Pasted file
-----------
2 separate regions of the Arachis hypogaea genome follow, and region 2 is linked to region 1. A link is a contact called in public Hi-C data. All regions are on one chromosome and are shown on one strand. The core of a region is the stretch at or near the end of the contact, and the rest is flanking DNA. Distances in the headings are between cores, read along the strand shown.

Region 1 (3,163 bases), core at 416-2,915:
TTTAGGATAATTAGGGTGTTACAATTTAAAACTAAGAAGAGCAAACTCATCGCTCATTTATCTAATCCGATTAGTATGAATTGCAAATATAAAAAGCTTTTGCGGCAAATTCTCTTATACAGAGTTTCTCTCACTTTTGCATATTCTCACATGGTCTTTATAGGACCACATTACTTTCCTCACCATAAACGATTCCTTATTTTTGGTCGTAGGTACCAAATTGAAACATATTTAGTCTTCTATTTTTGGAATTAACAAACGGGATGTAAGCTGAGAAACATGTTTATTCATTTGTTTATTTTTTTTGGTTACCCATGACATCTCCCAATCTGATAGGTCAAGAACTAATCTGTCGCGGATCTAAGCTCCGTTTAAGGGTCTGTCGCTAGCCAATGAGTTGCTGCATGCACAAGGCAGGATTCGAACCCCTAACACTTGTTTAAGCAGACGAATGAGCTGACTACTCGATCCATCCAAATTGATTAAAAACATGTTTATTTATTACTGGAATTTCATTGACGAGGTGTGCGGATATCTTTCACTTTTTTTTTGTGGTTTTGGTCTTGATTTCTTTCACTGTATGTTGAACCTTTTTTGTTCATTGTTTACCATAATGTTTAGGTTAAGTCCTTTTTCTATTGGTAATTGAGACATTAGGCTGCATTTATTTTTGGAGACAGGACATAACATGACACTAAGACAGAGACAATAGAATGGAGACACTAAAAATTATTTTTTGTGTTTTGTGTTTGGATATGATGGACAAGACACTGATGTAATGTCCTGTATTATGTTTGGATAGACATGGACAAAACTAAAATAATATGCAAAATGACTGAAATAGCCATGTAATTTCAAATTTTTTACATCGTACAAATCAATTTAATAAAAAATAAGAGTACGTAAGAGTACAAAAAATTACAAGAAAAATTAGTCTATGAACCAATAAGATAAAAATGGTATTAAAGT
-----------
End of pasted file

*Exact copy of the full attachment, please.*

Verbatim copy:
2 separate regions of the Arachis hypogaea genome follow, and region 2 is linked to region 1. A link is a contact called in public Hi-C data. All regions are on one chromosome and are shown on one strand. The core of a region is the stretch at or near the end of the contact, and the rest is flanking DNA. Distances in the headings are between cores, read along the strand shown.

Region 1 (3,163 bases), core at 416-2,915:
TTTAGGATAATTAGGGTGTTACAATTTAAAACTAAGAAGAGCAAACTCATCGCTCATTTATCTAATCCGATTAGTATGAATTGCAAATATAAAAAGCTTTTGCGGCAAATTCTCTTATACAGAGTTTCTCTCACTTTTGCATATTCTCACATGGTCTTTATAGGACCACATTACTTTCCTCACCATAAACGATTCCTTATTTTTGGTCGTAGGTACCAAATTGAAACATATTTAGTCTTCTATTTTTGGAATTAACAAACGGGATGTAAGCTGAGAAACATGTTTATTCATTTGTTTATTTTTTTTGGTTACCCATGACATCTCCCAATCTGATAGGTCAAGAACTAATCTGTCGCGGATCTAAGCTCCGTTTAAGGGTCTGTCGCTAGCCAATGAGTTGCTGCATGCACAAGGCAGGATTCGAACCCCTAACACTTGTTTAAGCAGACGAATGAGCTGACTACTCGATCCATCCAAATTGATTAAAAACATGTTTATTTATTACTGGAATTTCATTGACGAGGTGTGCGGATATCTTTCACTTTTTTTTTGTGGTTTTGGTCTTGATTTCTTTCACTGTATGTTGAACCTTTTTTGTTCATTGTTTACCATAATGTTTAGGTTAAGTCCTTTTTCTATTGGTAATTGAGACATTAGGCTGCATTTATTTTTGGAGACAGGACATAACATGACACTAAGACAGAGACAATAGAATGGAGACACTAAAAATTATTTTTTGTGTTTTGTGTTTGGATATGATGGACAAGACACTGATGTAATGTCCTGTATTATGTTTGGATAGACATGGACAAAACTAAAATAATATGCAAAATGACTGAAATAGCCATGTAATTTCAAATTTTTTACATCGTACAAATCAATTTAATAAAAAATAAGAGTACGTAAGAGTACAAAAAATTACAAGAAAAATTAGTCTATGAACCAATAAGATAAAAATGGTATTAAAGT